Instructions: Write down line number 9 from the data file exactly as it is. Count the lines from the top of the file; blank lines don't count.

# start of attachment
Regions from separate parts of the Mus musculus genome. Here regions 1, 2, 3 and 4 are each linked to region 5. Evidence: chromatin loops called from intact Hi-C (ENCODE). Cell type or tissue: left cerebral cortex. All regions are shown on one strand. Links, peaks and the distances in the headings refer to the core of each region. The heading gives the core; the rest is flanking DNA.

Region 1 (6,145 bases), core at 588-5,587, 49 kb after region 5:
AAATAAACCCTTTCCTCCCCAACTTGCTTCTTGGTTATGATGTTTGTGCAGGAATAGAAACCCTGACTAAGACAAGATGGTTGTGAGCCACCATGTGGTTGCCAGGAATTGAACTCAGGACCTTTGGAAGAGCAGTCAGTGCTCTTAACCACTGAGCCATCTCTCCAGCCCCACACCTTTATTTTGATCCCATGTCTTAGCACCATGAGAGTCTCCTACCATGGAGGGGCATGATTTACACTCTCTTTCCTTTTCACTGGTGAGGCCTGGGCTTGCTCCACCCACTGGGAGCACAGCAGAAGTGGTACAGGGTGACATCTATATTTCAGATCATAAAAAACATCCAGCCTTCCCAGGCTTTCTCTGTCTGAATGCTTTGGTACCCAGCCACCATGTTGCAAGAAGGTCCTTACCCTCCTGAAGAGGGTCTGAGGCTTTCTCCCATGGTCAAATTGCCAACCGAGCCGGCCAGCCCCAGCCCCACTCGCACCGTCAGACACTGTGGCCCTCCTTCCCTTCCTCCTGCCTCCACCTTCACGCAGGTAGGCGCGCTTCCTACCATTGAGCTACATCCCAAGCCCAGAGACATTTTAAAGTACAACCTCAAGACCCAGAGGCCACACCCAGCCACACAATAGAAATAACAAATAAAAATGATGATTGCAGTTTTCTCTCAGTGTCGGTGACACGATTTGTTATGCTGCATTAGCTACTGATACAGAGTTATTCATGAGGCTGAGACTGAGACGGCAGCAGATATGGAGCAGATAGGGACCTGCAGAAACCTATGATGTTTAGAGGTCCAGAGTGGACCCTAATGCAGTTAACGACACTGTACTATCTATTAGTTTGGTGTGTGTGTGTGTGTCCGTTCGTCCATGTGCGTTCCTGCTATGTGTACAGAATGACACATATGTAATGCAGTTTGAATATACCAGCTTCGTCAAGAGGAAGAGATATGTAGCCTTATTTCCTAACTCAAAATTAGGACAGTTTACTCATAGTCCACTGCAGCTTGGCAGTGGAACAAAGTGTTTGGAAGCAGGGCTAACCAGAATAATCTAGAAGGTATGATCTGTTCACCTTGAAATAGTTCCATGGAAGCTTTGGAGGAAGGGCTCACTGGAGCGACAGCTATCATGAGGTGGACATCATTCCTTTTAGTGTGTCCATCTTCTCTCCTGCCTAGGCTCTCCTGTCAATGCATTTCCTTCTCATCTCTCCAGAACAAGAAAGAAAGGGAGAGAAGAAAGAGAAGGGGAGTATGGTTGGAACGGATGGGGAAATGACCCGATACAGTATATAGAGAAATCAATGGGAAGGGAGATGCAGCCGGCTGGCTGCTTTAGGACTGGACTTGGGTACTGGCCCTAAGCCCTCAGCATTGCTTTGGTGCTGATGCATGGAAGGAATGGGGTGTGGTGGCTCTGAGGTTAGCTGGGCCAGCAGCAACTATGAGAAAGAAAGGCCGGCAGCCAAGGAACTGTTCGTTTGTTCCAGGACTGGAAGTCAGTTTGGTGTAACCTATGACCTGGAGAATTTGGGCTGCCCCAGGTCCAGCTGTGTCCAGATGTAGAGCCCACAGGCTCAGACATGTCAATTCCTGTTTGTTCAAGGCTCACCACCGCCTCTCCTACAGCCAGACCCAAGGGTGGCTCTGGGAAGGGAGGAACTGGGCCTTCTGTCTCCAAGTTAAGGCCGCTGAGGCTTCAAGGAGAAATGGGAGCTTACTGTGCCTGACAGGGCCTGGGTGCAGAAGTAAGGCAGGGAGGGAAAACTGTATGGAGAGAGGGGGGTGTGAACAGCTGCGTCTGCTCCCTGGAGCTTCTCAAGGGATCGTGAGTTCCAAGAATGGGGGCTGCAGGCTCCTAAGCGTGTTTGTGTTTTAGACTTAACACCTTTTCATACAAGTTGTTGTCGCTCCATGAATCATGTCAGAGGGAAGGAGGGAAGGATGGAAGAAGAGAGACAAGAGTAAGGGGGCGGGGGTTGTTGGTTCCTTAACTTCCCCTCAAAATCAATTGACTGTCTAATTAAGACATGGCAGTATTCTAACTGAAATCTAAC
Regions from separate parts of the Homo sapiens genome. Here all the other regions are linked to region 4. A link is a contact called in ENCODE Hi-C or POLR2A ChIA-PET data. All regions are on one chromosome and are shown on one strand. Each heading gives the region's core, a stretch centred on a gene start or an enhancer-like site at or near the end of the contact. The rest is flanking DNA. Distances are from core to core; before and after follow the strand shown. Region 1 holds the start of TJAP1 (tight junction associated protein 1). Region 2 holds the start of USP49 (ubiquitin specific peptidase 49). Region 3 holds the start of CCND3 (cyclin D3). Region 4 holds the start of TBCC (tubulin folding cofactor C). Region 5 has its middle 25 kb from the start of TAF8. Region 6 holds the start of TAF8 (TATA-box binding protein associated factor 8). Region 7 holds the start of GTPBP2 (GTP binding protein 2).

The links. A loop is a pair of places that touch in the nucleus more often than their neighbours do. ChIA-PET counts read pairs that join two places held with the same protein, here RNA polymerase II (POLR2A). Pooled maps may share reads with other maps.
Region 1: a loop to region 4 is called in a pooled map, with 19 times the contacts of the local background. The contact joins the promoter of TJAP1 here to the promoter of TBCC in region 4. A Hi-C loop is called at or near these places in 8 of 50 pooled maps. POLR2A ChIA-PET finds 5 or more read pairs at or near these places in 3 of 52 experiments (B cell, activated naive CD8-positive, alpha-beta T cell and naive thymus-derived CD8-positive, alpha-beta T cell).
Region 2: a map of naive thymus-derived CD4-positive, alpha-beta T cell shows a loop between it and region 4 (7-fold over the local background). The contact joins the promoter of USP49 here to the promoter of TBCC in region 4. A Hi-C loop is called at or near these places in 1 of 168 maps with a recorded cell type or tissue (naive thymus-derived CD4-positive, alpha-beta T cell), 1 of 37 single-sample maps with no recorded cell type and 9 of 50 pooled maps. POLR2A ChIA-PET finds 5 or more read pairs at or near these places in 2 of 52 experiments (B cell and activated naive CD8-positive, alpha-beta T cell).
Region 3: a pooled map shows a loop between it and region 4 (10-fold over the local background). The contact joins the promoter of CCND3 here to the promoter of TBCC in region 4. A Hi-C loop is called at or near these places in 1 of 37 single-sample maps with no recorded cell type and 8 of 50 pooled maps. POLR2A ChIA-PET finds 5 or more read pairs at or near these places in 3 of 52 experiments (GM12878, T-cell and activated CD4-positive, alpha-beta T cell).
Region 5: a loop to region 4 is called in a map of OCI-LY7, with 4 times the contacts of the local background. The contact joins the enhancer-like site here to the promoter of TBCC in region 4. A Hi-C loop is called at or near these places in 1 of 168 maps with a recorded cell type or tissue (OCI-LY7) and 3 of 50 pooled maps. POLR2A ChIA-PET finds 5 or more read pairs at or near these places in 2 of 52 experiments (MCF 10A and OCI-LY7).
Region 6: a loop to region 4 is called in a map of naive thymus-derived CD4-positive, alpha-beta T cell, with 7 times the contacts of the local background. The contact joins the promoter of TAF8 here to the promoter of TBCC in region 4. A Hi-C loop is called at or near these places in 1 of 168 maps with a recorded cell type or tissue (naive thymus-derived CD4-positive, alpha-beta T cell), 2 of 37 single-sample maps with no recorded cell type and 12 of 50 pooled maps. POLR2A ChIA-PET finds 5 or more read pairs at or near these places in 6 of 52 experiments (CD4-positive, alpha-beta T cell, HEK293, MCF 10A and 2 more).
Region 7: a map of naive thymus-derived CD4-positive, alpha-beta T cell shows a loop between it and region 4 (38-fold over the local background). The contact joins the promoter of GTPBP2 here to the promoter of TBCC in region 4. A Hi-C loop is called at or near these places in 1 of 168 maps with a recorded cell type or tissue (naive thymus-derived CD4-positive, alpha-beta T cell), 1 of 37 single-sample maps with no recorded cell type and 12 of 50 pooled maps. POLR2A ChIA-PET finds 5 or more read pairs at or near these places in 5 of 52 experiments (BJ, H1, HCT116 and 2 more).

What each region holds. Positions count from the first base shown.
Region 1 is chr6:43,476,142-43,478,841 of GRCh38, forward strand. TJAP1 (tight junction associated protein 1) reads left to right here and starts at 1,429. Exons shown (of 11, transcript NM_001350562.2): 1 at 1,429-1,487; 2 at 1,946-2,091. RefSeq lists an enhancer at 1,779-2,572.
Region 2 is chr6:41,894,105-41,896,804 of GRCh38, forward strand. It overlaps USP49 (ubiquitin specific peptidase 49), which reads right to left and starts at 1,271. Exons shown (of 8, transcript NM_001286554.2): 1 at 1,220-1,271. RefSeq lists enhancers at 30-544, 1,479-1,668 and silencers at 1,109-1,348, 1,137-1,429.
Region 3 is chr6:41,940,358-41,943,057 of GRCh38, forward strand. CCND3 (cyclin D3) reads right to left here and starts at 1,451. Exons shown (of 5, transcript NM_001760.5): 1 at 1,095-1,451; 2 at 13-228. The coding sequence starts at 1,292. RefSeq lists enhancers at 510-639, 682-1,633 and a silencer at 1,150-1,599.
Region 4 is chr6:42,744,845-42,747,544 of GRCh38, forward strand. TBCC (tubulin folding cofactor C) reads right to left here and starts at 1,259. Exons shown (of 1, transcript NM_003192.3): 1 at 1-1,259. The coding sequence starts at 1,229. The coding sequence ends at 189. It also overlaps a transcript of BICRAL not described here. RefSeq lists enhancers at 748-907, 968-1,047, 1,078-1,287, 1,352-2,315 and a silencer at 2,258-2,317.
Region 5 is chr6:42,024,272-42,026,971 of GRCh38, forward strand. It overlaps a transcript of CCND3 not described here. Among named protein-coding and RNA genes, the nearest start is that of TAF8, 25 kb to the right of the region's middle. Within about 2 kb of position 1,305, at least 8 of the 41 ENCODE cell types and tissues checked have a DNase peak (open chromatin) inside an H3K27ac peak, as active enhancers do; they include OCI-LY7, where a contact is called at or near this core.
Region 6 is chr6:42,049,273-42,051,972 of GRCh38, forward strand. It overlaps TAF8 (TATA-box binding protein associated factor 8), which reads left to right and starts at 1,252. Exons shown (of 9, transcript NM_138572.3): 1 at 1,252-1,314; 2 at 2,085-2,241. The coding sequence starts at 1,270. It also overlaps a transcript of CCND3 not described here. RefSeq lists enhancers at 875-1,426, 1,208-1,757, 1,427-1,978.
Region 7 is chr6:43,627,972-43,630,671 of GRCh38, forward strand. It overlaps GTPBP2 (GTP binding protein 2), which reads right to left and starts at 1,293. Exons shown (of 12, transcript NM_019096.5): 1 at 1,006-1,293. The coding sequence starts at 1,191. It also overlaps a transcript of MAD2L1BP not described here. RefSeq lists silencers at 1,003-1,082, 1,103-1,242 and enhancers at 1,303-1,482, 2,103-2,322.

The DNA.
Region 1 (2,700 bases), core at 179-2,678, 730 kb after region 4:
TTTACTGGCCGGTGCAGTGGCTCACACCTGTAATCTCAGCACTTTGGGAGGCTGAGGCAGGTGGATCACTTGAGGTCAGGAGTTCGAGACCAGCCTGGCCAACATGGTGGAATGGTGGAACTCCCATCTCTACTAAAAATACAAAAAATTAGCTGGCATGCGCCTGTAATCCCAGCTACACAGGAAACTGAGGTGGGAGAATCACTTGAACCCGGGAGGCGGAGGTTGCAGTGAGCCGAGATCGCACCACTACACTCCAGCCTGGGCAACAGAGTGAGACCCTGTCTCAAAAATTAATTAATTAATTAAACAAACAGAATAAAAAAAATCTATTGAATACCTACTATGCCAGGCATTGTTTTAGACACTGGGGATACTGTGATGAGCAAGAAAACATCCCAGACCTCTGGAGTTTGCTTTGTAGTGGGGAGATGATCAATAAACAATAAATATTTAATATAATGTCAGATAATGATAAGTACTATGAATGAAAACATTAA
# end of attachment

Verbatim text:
Region 5: a loop to region 4 is called in a map of OCI-LY7, with 4 times the contacts of the local background. The contact joins the enhancer-like site here to the promoter of TBCC in region 4. A Hi-C loop is called at or near these places in 1 of 168 maps with a recorded cell type or tissue (OCI-LY7) and 3 of 50 pooled maps. POLR2A ChIA-PET finds 5 or more read pairs at or near these places in 2 of 52 experiments (MCF 10A and OCI-LY7).